Trenz Pruca as a Young Mole Rat.
“Beware of women who do not sing and men who do not weep.”
Happy St. Joseph’s Day to me! Happy St. Patrick’s Day. Happy Easter.
TODAY FROM AMERICA:
A. POOKIE’S ADVENTURES IN EL DORADO HILLS:
The sun has finally broken through the black and gray sky. Mushroom flocked lawns glisten green while formerly dry gullies shelter white-water torrents. I swam for two hours today in the cold air beneath cerulean skies dotted with drifting cotton-candy clouds. It was glorious.
Now that the recent rains have filled our reservoirs to overflowing, we are immediately barraged by calls to lift water saving rules notwithstanding the drought having demonstrated that water is a limited resource. This confirms once again that we humans seem incapable of resisting the urge to devour all available resources until they disappear and so do we. Living within our means does not appear to be part of our genetic code.
The dark cloud has packed her bags and flown across the Pacific allowing sunlight back into the house.
Today a woman showed up at the health club pool. She wore a metallic mini-bikini held together with silver dollar sized metal rings. I wondered how could she swim with all that metal. Thankfully she did not go into the water. Instead, she strutted around and sun bathed briefly. Some of the men puffed themselves up and also swaggered about. I felt as though I was watching a Quail mating ceremony. Since it seems about all I can puff up these days is my belly and my jowls, I did not join the party.
The health club cafe has a new owner, Cheyenne Rauda, a recent UC Davis graduate. She explained to me how she was going to change the place. It seems she intends to convert it into a more gourmet affair. Why would a second rate health club need gourmet food? I guess, like most alters, I’m beginning to find change unsettling. I asked her if she would agree to continue serving my favorite Tuscan Turkey sandwich. She agreed. I felt better.
A few more days of rain and then the sun returned from holiday somewhere. HRM began his spring vacation. We await Nikki’s arrival. He plans to take HRM to Lake Tahoe for a few days. I may go along if I can be back before Easter Sunday. I plan to drive into the City to spend the day with my mother and sister and whichever other relatives choose to join us.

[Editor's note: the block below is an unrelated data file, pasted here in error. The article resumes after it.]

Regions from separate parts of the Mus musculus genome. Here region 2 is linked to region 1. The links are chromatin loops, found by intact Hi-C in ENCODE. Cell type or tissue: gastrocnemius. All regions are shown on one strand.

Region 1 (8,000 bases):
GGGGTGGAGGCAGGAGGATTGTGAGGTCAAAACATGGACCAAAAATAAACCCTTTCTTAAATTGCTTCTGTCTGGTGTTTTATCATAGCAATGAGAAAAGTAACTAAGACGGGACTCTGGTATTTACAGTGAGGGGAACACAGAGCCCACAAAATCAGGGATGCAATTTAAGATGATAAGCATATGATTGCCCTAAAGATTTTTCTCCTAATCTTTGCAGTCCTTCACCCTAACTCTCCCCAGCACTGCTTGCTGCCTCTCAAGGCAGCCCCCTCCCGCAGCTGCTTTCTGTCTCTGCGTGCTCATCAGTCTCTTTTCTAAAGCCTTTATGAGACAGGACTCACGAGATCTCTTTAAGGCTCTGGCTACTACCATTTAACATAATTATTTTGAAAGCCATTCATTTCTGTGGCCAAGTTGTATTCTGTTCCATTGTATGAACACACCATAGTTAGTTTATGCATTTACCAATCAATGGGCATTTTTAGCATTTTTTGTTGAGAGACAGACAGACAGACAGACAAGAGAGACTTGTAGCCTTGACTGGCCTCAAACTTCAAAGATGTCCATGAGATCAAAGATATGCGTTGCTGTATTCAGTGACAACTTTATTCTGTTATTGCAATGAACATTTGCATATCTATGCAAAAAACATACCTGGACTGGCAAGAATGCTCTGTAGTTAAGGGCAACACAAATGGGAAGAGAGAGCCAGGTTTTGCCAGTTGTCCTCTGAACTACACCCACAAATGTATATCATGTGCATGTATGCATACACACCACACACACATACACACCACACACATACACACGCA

HRM, Nikki and I went off to Lake Tahoe for four days of skiing. The first morning, on our way to Heavenly, at HRM’s insistence we stopped at an IHOP for breakfast. As we sat down, I heard from the booth behind us someone shout, “Papa Joe.” It was my grandson, Anthony. He was in Tahoe to give skiing lessons to a client. The next day he took HRM along with him on the slopes and managed to train him up from the bunny slopes to black diamond.
After returning to EDH, I left for SF on Easter Sunday. My first stop in the City was for coffee with Peter followed by an Easter Egg hunt in his back yard.
Then it was off to visit my 99-year-old mom followed by stops at the homes of several grandchildren and a return to EDH.
B. Book Report:
On March 17, while roaming through the Amazon website, I came across a book by Frank Delaney entitled “Ireland: A Novel” about Irish stories and storytelling.
My memories Ireland have always been magical ever since that day many years ago when I was sitting in a pub somewhere in Kerry drinking a half and half. Beside me, a man slept slumped over the bar. He suddenly woke up and turned to me — hair wild, sticking out here and there like shards of glass, face red and lumpy, watery grey-blue eyes and missing a few teeth behind a stubbled jaw.
“De ye know how d’Irish lost da battle o d’Boyne?” he said to me in a brogue so thick I could barely understand him. He then launched into an hour-long tale of King Billy with his shining armor and King Jimmy who ran away — about the last minute fording of the river by the English cavalry preventing the out manned and out gunned Irish from achieving a stunning victory and changing history. I was enthralled.